2010 Semantic Web Summit

Understanding + Classification = Monetization From the Semantic Web, Says OpenAmplify

Semantic technology web services provider OpenAmplify unveiled the next
solution in its portfolio at this week’s Semantic Web Summit. It’s adding
onto its OpenAmplify platform, which surfaces the meaning of content (its
topics, sentiment, expressed intentions and so forth), with a customized
classification solution dubbed Ampliverse.

The company says that with the new service, it’s delivering the one-two
punch businesses need to monetize content:

1) Understanding and

2) Classification that lets businesses create taxonomies that are specific to
their own domains.

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The Semantic Web Delivers For Best Buy. So Why Not For Your Business, Too?

Best Buy may be considered by many as a poster child for why businesses should use Semantic Web technologies. An early adopter of the GoodRelations vocabulary (just recommended for product and price information usage in web pages by Google), the retailer has been at the forefront of the Semantic Web wave – but it’s only just begun.

Semantic Web technologies, says Jay Myers, lead web development engineer at Best Buy, are a portal to better insight, in more ways than one (thoughts he’ll be sharing in more detail with attendees at this week’s Semantic Web Summit in Boston).  “There is a vast amount of data that corporations produce or are able to consume,” he says – and within that a huge amount of insight most of them aren’t tapping into, which is a real loss considering the challenging environment that businesses such as retailers confront.

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WEBCAST: Maximizing your Google SEO Effect with Semantic Web Technology

NOTE: This Webcast is in three parts.
Part I
Part II
Part III

DESCRIPTION: If own or manage a web site that contains information about products or services, you can add a relatively small amount of markup to existing HTML, and have semantic information that both Google and other semantic applications will be able to process. Many Web search engines, smart phone apps, and even cutting-edge applications like augmented reality search for and use this type of markup.

Adding semantic markup provides an improved display of the information in Google search results, providing an inherent SEO benefit. This is the same technology being successfully used by BestBuy, Overstock.com, and many others. Read more

Why Publishers of Digital Content Need to Know About the Semantic Web

Magazine stack - flickr photo by bravenewtravelerI know “semantic web” probably sounds like something the Chief Technology Officer should worry about, as opposed to the people who create and manage the content of a site. But for traditional content publishers, the realm of digital is such a vastly different landscape that understanding the unique opportunities – as well as the challenges – will offer a real advantage to content professionals who prepare themselves today.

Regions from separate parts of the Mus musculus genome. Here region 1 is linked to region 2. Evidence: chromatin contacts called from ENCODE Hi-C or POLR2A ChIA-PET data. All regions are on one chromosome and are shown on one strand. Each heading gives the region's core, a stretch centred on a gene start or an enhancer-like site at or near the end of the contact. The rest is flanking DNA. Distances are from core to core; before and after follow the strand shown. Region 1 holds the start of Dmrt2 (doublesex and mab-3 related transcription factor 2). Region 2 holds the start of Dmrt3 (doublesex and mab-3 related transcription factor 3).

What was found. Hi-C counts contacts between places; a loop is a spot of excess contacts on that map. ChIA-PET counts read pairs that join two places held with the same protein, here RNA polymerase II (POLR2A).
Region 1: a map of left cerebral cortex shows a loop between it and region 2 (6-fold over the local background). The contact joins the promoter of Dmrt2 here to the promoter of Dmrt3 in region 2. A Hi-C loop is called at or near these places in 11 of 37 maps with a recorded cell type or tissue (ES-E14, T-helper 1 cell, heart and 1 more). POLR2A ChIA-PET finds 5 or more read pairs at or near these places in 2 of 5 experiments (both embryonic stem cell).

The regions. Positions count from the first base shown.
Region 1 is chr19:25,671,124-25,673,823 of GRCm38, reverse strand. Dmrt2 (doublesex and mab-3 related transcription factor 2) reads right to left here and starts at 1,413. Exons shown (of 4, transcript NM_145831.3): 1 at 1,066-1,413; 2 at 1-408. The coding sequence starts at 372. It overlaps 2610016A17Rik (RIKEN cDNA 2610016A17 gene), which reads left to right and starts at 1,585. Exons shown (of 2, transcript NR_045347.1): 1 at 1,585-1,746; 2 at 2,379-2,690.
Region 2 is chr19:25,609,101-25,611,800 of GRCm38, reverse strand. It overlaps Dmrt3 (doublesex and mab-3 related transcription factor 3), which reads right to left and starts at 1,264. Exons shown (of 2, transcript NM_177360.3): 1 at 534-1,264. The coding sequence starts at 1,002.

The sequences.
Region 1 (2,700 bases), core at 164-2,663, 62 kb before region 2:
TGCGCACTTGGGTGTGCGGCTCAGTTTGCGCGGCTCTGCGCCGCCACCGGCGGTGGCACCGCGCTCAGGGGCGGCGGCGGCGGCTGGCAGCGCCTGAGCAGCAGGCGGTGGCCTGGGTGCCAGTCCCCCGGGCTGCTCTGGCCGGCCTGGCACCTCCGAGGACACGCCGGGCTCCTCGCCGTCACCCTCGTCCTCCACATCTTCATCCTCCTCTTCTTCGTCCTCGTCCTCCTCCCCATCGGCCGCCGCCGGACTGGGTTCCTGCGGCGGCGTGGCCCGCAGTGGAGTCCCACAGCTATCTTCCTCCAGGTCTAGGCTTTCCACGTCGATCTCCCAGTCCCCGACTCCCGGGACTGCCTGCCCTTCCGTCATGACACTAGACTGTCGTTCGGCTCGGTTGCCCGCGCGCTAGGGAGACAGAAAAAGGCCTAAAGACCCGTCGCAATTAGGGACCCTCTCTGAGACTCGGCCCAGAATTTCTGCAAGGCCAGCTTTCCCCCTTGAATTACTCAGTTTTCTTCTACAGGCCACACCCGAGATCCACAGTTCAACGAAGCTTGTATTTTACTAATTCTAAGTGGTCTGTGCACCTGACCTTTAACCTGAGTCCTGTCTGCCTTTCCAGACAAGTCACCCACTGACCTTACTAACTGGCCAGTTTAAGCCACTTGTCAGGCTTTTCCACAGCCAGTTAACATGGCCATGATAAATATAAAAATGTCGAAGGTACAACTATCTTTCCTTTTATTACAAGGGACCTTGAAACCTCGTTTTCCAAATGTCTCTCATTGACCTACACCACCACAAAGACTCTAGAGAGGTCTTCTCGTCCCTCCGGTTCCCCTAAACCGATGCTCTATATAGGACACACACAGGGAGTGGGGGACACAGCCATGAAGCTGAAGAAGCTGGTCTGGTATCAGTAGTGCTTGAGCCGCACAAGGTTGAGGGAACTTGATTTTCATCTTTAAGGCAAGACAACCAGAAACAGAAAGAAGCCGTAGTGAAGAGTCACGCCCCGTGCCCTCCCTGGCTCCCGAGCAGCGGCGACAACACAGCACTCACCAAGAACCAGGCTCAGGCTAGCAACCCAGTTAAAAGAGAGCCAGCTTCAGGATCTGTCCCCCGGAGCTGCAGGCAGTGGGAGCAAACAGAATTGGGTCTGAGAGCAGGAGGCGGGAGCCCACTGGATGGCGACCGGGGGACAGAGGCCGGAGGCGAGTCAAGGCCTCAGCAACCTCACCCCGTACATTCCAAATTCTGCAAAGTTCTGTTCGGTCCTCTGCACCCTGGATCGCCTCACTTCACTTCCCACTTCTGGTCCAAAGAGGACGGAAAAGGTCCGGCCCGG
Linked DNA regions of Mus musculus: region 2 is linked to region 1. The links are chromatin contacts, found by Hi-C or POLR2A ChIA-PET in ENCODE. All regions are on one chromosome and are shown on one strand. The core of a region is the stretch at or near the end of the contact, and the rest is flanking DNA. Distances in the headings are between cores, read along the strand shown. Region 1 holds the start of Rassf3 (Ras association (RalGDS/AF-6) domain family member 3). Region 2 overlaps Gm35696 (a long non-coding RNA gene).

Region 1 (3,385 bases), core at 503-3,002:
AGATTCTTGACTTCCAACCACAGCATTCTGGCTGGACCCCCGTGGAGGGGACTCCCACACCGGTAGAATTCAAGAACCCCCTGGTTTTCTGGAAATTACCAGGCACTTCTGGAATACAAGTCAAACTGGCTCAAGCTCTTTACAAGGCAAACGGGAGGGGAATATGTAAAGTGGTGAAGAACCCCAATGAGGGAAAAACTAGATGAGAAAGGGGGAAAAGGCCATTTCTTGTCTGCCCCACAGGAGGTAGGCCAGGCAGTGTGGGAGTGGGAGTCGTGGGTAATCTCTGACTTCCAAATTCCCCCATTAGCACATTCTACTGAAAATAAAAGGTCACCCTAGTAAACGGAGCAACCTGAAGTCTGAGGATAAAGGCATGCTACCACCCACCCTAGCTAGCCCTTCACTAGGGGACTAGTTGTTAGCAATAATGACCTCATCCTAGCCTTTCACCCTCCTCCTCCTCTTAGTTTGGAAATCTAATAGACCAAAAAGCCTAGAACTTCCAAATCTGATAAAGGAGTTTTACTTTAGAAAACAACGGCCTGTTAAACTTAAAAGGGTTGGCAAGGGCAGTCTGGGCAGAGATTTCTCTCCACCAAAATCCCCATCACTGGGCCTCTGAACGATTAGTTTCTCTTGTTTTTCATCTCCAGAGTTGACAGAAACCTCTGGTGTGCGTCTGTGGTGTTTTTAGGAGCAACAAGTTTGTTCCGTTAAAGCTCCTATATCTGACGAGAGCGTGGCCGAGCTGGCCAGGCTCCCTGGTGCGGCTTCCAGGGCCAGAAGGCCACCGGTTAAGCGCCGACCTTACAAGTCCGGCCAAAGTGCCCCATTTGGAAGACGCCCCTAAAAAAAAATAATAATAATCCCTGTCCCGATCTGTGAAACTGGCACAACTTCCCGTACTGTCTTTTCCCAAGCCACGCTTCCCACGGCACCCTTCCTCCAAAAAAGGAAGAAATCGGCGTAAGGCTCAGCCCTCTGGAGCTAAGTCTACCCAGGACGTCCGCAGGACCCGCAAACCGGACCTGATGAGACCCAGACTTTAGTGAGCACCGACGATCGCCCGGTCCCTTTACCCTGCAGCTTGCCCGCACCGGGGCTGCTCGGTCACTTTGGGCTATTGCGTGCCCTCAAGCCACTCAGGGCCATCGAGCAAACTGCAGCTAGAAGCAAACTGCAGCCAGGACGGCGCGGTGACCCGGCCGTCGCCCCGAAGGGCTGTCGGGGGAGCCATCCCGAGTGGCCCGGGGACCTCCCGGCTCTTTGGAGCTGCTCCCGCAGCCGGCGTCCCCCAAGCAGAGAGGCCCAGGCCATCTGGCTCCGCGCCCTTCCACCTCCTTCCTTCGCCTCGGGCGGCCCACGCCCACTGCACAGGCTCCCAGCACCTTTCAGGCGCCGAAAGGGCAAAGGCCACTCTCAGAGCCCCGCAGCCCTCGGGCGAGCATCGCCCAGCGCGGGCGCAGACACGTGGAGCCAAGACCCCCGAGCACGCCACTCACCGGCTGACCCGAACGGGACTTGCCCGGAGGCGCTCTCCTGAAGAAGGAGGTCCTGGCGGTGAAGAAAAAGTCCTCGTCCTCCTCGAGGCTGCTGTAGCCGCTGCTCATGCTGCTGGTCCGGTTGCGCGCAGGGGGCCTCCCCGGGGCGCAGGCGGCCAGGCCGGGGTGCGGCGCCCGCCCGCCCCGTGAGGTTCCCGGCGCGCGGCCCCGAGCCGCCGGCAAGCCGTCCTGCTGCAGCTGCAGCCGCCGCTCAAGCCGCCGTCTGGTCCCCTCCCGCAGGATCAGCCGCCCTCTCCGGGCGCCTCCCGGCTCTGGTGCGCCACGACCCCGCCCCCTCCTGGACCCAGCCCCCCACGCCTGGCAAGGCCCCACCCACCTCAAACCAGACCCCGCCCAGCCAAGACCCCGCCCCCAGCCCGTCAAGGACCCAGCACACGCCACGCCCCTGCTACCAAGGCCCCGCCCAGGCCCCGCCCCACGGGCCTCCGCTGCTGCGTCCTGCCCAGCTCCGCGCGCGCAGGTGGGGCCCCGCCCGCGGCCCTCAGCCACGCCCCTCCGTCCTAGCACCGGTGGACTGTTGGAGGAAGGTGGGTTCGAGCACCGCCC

For the first couple decades of digital content distribution, media companies primarily focused on how the digitization of their product made it harder for them to control the distribution channels. Initial technological developments attempted to recreate the controls and restrictions of traditional media distribution, keeping conditions as close as possible to the familiar expectations of content producers, advertisers, and consumers. But these attempts to slow the march of progress have been, at best, only partially successful. Read more

Emergent Analytics: Connecting the Dots Needs Semantic Web Technology

 

What is emergent analytics, and what’s a key ingredient for making it a successful effort in your enterprise?

To answer the first question, think of emergent analytics as a semantic software architecture that lets organizations get enterprise intelligence out of highly distributed data. And think about achieving that, not with a data warehouse that requires moving data from multiple systems to another place for analysis – where it almost instantaneously becomes out of date – but by enabling business units to describe their own information entities and artifacts that characterize their domains. They accomplish that using RDF descriptions organized in OWL ontologies. The result is that information assets can continue to live where they always have existed, but now, real-time data across systems can be graphically displayed and related to other data, opening the door to greater insight and better analysis.

That’s a powerful notion for organizations ranging from government institutions to enterprises that have been on acquisition sprees. In fact, the Department of Defense is involved in a project to do just that, enabling analysis across its various departments’ human resources systems. “It’s a 100 percent semantic technology-based approach to integrate data across HR domains – the Army, Navy, Air Force, Marines and other agencies, and it’s been very successful thus far,” says Michael Lang Sr., co-founder, CEO and chairman of Revelytix.

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Picture This: Your Semantic Web UI

data intersection, semantic web, user interface

 

 

 

 

 

Photo Courtesy: Flickr/Lance Shields

There’s plenty of discussion about the back-end of semantic web technologies, but maybe it’s time to focus a little more about how they are going to impact the front-end experience.

That subject will be tackled at the Semantic Web Summit by Duane Degler, principal at user-centered design and usabilityfirm Design for Context. It’s not surprising if the topic hasn’t gotten its due respect yet, as the early part of tech cycles generally are consumed more by the quest to understand the technology itself and less about fitting it into the larger environment.